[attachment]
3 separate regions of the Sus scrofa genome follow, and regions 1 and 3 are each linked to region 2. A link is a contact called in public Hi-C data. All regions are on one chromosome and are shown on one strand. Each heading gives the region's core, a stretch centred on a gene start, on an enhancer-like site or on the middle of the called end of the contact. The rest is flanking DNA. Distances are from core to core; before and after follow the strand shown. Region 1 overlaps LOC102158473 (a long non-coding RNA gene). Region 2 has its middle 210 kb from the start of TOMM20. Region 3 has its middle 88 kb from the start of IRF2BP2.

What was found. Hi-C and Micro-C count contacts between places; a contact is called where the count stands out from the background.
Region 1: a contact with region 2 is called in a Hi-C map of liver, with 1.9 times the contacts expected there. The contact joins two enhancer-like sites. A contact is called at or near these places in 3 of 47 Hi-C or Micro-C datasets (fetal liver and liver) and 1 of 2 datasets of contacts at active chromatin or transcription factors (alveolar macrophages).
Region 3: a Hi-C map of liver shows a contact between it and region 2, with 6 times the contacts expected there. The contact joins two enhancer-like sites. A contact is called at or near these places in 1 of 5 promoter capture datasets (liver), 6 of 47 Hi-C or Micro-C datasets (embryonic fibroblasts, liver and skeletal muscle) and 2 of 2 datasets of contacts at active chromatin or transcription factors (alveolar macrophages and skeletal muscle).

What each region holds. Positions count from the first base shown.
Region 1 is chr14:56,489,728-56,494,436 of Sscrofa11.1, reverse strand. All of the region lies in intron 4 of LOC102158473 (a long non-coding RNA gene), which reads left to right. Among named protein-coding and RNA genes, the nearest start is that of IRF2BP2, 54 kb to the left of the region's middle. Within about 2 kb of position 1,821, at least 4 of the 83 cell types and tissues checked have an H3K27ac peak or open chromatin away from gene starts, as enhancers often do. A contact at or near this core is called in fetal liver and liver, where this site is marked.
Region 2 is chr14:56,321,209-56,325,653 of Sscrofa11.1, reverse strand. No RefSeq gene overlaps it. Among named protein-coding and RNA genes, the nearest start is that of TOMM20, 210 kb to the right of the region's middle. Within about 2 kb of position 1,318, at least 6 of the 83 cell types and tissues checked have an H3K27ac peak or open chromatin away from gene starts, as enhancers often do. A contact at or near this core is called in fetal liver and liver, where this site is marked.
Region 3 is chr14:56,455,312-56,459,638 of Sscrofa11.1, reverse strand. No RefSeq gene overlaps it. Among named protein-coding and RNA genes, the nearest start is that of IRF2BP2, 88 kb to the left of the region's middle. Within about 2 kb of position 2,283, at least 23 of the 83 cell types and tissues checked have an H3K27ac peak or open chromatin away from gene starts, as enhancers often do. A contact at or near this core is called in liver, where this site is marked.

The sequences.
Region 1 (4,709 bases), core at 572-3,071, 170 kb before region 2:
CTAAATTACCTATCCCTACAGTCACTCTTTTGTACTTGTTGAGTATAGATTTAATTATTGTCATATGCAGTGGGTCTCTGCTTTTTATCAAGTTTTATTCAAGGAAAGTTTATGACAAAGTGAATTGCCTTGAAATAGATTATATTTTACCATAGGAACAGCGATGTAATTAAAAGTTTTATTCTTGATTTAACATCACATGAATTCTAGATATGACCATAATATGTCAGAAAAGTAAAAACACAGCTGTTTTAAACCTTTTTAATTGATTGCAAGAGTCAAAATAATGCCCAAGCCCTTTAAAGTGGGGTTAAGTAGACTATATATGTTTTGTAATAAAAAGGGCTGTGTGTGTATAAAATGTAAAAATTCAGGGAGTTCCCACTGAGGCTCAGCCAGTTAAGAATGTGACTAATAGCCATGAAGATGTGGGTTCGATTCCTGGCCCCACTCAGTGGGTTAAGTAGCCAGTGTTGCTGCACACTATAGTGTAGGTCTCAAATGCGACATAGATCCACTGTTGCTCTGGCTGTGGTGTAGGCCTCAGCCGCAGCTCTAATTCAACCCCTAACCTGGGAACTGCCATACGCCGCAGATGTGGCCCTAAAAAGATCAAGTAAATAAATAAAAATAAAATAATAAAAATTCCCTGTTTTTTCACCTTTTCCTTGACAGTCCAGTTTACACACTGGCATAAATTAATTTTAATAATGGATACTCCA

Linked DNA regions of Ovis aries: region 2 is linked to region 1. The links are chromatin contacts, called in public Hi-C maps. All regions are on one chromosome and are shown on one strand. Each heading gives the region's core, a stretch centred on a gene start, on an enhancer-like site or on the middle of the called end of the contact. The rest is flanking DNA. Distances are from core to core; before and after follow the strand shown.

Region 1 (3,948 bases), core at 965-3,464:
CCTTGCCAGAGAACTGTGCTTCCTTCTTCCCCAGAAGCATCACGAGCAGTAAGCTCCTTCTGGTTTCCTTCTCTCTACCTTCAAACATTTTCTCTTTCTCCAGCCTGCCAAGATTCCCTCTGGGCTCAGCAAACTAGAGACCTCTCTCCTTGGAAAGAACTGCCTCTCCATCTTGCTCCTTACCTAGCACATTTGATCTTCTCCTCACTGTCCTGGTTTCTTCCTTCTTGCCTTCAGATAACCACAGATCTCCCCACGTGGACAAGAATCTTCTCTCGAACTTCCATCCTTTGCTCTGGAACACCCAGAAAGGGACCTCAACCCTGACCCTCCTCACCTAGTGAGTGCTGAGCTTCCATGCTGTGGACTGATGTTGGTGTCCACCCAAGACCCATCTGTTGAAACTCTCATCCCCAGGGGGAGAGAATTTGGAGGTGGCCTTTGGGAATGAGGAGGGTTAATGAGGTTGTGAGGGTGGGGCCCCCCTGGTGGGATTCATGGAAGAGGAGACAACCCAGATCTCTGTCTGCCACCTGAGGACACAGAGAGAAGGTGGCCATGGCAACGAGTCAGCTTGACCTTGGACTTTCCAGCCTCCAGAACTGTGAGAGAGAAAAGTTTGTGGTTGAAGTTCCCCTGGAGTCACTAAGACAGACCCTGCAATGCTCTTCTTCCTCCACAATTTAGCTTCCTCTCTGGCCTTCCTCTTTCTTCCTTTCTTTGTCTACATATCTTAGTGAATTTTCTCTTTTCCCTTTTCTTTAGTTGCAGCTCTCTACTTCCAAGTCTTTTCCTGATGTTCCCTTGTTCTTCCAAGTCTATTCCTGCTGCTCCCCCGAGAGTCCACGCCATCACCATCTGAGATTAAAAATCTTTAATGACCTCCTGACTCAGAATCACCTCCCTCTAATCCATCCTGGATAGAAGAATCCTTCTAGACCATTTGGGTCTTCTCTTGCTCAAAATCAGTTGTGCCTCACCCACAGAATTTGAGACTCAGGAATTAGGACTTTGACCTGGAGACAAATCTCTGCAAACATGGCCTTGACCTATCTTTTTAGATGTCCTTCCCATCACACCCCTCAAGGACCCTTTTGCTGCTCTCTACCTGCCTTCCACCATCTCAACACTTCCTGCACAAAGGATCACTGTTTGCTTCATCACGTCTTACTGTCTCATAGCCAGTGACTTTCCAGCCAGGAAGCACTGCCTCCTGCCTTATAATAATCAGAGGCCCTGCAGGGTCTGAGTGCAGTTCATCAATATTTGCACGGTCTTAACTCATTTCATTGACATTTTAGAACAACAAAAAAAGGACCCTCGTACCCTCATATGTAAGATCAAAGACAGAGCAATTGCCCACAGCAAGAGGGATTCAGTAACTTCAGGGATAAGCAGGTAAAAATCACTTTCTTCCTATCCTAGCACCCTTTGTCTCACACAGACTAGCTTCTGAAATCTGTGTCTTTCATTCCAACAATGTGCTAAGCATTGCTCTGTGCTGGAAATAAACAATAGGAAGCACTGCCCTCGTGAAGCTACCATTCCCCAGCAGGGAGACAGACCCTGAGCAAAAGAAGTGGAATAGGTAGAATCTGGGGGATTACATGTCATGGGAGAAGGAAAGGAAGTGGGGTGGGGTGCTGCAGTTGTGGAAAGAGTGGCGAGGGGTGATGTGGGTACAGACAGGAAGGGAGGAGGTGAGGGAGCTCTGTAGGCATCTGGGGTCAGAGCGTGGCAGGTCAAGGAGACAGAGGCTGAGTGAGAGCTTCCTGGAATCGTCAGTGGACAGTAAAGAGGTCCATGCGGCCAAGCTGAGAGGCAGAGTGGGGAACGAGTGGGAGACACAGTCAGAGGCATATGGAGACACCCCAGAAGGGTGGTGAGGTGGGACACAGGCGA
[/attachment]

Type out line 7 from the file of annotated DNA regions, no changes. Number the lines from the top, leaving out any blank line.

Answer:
Region 2 is chr14:56,321,209-56,325,653 of Sscrofa11.1, reverse strand. No RefSeq gene overlaps it. Among named protein-coding and RNA genes, the nearest start is that of TOMM20, 210 kb to the right of the region's middle. Within about 2 kb of position 1,318, at least 6 of the 83 cell types and tissues checked have an H3K27ac peak or open chromatin away from gene starts, as enhancers often do. A contact at or near this core is called in fetal liver and liver, where this site is marked.